Listen to Long Plays during the 11 o’clock hour of The Nightside with Andy O’…these special extensive compositions needed a deeper listen.

Encuentros: (12:25) by Gato Barbieri from Chapter One: Latin America
When Gato Barbieri signed to Impulse! Records in 1973 for a series of critically lauded albums, he had already enjoyed a celebrated career as a vanguard musician who had worked with Don Cherry and Abdullah Ibrahim (then known as Dollar Brand), recorded for three labels as a leader, and scored and performed the soundtrack to director Bernardo Bertolucci‘s film Last Tango in Paris. Chapter One: Latin America was a huge step forward musically for the Argentinean-born saxophonist, even as it looked to the music of his heritage. The enormous host of musicians on the date played everything from wooden flutes to electric and acoustic guitars, bomba drums and quenas, and Indian harps and charangos, creating a passionate and deeply emotive sound that echoed across not only miles but also centuries. At the helm was Barbieri, playing in his rawest and most melodic style to date, offering these melodies, harmonies, and rhythms as a singular moment in the history of jazz. While the entire album flows seamlessly from beginning to end, the A-side, comprised of Barbieri‘s own “Encuentros– is a work of such staggering drama and raw beauty that it is perhaps the single highest achievement in Barbieri‘s recorded catalog as an artist. Simply put, this album, like its remaining chapters, makes up one of the great all but forgotten masterpieces in 1970s jazz. Thankfully, Verve has brought this set back into print on CD as part of its wonderfully mastered.

Misa Negra: The Black Mass (17:34) by Irakere
Many of the top Cuban jazz musicians have played in Irakere during the past several decades, including altoist Paquito D’Rivera and trumpeter Arturo Sandoval before both individually defected. Pianist Chucho Valdes has been the orchestra’s longtime leader, and its music ranges from Latin jazz and bop to Cuban folk melodies, with an emphasis on infectious rhythms and advanced improvisations. Misa Negra (Black Mass), the Cuban 9th Symphony, created in 1969 by Chucho Valdés, and played for the first time at Warsaw’s Congress Hall during the Jamboree Jazz Festival, Poland, October 29th, 1970, marked a before-and-after reference in the musical concerts all over the world.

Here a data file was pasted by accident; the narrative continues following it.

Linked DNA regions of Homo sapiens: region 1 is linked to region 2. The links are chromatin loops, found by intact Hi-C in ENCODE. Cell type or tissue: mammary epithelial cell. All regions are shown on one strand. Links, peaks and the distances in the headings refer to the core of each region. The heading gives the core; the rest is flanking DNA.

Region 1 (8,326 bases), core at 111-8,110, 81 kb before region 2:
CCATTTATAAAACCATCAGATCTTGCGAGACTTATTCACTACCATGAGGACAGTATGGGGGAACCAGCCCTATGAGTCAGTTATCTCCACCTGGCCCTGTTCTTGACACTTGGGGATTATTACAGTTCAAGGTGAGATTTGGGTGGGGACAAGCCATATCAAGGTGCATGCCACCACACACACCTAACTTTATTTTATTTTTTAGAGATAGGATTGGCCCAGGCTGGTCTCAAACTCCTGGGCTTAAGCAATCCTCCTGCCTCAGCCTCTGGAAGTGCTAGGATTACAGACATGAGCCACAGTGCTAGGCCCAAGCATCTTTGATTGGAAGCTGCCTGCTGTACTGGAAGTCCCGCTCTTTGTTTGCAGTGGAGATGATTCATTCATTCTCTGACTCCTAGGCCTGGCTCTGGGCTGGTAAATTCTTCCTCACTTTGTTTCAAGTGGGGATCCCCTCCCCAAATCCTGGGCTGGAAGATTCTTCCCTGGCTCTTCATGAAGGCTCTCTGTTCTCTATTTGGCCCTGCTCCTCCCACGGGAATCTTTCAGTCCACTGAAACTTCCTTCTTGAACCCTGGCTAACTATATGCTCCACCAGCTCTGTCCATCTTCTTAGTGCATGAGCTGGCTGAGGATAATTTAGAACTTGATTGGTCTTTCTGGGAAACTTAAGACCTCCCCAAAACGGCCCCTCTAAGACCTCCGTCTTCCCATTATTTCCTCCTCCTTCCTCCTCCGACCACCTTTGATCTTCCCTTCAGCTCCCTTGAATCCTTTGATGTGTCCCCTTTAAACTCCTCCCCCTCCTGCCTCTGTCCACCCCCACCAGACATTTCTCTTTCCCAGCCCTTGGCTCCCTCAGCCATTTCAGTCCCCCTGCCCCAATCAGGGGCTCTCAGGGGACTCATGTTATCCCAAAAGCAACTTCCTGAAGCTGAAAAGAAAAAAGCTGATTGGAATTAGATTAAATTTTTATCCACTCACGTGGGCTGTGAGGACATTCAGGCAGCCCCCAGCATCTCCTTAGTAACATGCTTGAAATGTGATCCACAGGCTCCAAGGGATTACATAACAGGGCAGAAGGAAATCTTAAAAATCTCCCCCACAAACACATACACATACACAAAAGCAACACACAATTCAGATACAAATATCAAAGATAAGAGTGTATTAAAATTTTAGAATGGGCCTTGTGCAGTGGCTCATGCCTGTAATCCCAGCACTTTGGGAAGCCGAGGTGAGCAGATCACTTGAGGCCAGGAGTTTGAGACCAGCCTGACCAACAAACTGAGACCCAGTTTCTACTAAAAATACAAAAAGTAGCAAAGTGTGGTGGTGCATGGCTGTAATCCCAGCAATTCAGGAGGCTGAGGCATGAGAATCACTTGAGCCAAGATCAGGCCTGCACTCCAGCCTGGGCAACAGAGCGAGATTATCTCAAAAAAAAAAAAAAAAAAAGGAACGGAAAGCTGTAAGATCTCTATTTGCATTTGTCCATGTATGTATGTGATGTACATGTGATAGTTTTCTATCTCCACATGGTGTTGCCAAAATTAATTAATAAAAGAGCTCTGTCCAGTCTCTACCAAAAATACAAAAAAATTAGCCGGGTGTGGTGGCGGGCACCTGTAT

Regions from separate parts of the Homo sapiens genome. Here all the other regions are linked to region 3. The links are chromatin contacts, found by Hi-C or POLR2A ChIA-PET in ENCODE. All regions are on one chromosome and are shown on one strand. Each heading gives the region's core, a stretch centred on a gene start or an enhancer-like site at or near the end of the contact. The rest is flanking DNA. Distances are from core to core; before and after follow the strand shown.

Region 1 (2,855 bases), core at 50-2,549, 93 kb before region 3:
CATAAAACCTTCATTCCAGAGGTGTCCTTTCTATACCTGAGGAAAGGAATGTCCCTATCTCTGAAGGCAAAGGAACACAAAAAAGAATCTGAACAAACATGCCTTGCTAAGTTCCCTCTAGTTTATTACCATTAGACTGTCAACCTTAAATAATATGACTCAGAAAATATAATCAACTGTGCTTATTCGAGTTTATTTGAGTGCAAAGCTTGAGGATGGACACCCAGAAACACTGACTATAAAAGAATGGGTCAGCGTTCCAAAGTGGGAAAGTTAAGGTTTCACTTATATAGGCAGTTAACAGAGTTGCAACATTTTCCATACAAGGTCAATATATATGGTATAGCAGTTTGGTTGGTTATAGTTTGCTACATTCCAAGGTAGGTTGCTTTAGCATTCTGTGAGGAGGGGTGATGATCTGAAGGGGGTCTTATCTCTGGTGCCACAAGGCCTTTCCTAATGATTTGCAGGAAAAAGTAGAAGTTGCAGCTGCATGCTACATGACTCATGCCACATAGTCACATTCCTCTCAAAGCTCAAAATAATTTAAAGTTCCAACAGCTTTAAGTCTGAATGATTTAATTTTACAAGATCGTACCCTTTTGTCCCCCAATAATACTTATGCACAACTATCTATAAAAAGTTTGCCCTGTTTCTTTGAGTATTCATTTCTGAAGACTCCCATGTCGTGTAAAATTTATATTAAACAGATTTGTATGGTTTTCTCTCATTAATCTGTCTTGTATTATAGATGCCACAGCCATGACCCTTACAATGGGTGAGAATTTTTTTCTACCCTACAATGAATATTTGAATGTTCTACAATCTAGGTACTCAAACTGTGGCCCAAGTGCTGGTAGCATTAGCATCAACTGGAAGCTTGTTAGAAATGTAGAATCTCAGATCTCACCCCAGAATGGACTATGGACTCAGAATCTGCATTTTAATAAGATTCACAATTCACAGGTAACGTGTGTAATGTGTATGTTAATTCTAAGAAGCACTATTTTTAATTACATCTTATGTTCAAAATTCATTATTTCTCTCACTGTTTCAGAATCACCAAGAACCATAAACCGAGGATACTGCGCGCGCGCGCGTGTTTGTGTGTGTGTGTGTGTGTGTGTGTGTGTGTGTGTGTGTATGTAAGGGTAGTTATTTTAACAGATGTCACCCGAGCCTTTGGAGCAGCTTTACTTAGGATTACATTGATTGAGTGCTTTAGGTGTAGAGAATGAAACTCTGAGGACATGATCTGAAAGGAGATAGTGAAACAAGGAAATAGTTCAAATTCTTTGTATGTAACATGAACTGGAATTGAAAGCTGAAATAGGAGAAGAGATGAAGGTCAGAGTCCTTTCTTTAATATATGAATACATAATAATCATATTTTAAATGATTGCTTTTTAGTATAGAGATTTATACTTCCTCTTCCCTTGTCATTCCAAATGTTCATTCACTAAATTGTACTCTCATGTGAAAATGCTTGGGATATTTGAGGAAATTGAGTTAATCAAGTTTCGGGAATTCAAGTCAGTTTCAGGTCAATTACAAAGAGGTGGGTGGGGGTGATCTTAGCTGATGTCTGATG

“When I composed that piece and played it for the first time, I already knew what I intended to do, it comprised all the ideas I had developed in the mid of my youth when I was only 27 years old. I felt the need of talking about the roots, as a result of a deep study of the ancient Yoruba masses. I observed how the original Yoruba masses were, the way in which the slaves used to hold them. I reproduced those roots with my own ideas that were kept very authentically. I’m talking about more than four decades ago.”

Isabel the Liberator (15:35) by Jerry Gonzalez & The Fort Apache Band from the live recording Fire Dance
Jerry González June 5, 1949 – October 1, 2018 was an American bandleader, trumpeter and percussionist of Puerto Rican descent. Together with his brother, bassist Andy González, he played an important role in the development of Latin jazz during the late 20th century. During the 1970s, both played alongside Eddie Palmieri and in Manny Oquendo’s Conjunto Libre, and from 1980 to 2018 they directed The Fort Apache Band. From 2000 to 2018, Jerry González resided in Madrid, where he fronted Los Piratas del Flamenco and El Comando de la Clave. In October 2018, he died of a heart attack after a fire in his home in Madrid. In 1979, González published his first album as a leader: Ya yo me curé. Soon he formed his best-known group, The Fort Apache Band, which included his brother Andy and Kenny Kirkland, Sonny Fortune, Nicky Marrero, Milton Cardona, Papo Vázquez, Wilfredo Velez, and Jorge Dalto. The ensembles’ first two albums were recorded live at European jazz festivals, The River is Deep in 1982 in Berlin and Obatalá in 1988 in Zurich. These were followed by their hit album, Rumba Para Monk, in 1988, earning them recognition from the French Academie du Jazz with the Jazz Record of the Year award. This was the record that caught the ears of the jazz community and is still considered a stellar project. After that, the 15 member band was compressed into a sextet: Larry Willis piano, Andy González bass, Steve Berrios drums, and Carter Jefferson saxophone, and Joe Ford saxophone. González and the group continued their creations on the 1996 album Fire Dance, recorded live at Blues Alley, and featuring interpretations of Thelonious Monk songs Let’s Call This an Ugly Beauty, as well as original compositions. Their efforts were celebrated by winning a score of awards, including Best Jazz Group in Playboy Magazines Readers Poll for 1997. In 1998 they swept the Latin Jazz category at the New York Jazz Awards, winning both the Industry and Journalist Polls. In 1999 the group scored big with the critics and readers polls for Beyond Group of The Year in DownBeat Magazine.

Long Play is a deep dive during the last hour of The Nightside into the music that time forgot.

Tune in to The Nightside with Andy O’ on Sunday night, October 10, from 8 to midnight.

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